Yiddish: Kapolye, Kopulia
The capital of the Kapyl Raion, Belarus. Kapyl is located 21 miles (34km) northwest of Slutsk, and 56 miles (90km) southwest of Minsk.
The first mention of Jews in Kopyl is from 1720. Jewish institutions that were subsequently established included the Great Synagogue (Groyse Shul), a Tailor’s synagogue, a prayer house, and a number of battei midrash. A cemetery was located by the Great Synagogue.
Fires that broke out in 1845 and 1865 caused extensive damage to the shtetl. Another fire that swept through the town in April 1886 destroyed the Great Synagogue, in addition to hundreds of homes.
Most Jews worked as storekeepers, artisans, and peddlers. Additionally, the “Kopyl veil,” which was produced in the town for brides, became known for its quality.
Rabbis who served the community included Yom-Tov Lipman, who served at the end of the 18th century. He was succeeded by Rabbi Ber; interestingly, after Rabbi Ber’s death a copy of the writings of the Jewish Enlightenment thinker Moses Mendelssohn were discovered in his personal library. Rabbi Ber was succeeded by Rabbi Ziskind.
By the end of the 19th century the majority of the town’s population was Jewish. In 1900 there were 2,671 Jews living in the town (approximately 60% of the total population). After the upheavals caused by the Russian Revolution, World War I, and the worldwide Depression, the Jewish population subsequently declined, as substantial numbers of Jews began emigrating. By the 1930s approximately 1,400 Jews were left in Kapyl (about 28% of the total population).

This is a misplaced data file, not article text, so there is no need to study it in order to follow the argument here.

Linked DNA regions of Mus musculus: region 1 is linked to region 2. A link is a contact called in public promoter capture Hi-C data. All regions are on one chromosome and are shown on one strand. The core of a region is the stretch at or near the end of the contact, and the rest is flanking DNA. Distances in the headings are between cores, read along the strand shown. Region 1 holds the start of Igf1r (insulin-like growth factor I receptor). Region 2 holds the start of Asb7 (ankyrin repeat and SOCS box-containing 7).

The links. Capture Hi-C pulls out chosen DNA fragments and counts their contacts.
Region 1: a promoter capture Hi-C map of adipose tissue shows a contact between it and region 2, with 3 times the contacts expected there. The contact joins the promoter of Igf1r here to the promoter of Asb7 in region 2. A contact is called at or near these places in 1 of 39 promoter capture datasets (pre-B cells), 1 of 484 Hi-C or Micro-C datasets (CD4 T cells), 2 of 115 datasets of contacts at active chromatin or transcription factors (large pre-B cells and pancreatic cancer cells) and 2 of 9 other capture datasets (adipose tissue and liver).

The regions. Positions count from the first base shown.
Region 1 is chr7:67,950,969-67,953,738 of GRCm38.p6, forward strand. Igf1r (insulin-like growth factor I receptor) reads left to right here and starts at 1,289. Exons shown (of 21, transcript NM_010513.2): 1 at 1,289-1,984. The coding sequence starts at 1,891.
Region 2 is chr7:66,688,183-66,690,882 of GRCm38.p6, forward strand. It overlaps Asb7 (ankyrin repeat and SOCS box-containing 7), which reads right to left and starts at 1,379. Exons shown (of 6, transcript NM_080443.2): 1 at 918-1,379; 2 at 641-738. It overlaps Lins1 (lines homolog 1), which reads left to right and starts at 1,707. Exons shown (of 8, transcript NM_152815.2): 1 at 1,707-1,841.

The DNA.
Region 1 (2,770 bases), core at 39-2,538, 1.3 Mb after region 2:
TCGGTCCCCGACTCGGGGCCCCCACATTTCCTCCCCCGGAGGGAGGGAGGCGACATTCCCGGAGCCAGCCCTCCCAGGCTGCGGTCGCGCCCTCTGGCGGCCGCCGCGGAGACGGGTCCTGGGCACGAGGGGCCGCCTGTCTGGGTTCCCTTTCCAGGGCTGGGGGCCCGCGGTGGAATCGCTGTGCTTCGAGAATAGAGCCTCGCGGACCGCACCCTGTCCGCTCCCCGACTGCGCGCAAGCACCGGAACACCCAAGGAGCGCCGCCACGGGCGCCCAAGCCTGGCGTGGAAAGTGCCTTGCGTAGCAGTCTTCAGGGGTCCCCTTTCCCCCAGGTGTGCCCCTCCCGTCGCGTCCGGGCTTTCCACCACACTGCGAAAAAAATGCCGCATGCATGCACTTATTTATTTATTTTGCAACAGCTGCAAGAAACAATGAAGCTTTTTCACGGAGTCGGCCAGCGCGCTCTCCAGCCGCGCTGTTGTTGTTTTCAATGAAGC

After the Russian Revolution, when Kapyl came under Soviet rule, a number of Jewish families worked in the kolkhozes, the collective farms established by the Soviet regime.
Among the notable figures from Kapyl was the major Yiddish writer Mendele Moykher Sforim (Sholom Yankev Abramovich, 1836-1917). A Yiddish school named after him functioned until 1938. The literary critic Yaakov Avraham Papema (1840-1919) was also from Kapyl.
Kapyl was occupied by the Germans on June 26, 1941. Shortly thereafter, the town’s Jews, as well as those from the neighboring villages, were concentrated in a ghetto that was located near the synagogue. A Judenrat was established, as well as a Jewish police force. Jews living in the ghetto were subject to the persistent threat of violence, while Jewish women also had to fear rape by the Belarussian police. Jewish men were conscripted to work as forced laborers for the Germans and the Belarussians.
The first aktion took place on March 25, 1942 when approximately 1,200 Jews were rounded up and shot in the synagogue courtyard. The ghetto was liquidated on July 23, 1942; the Jews remaining in the ghetto were shot, and the ghetto itself was set on fire. Only a small number of Jews managed to escape and survive the war. Some of those who escaped fought with the Zhukov partisans.
—From The Museum of the Jewish People at Beit Hafutsot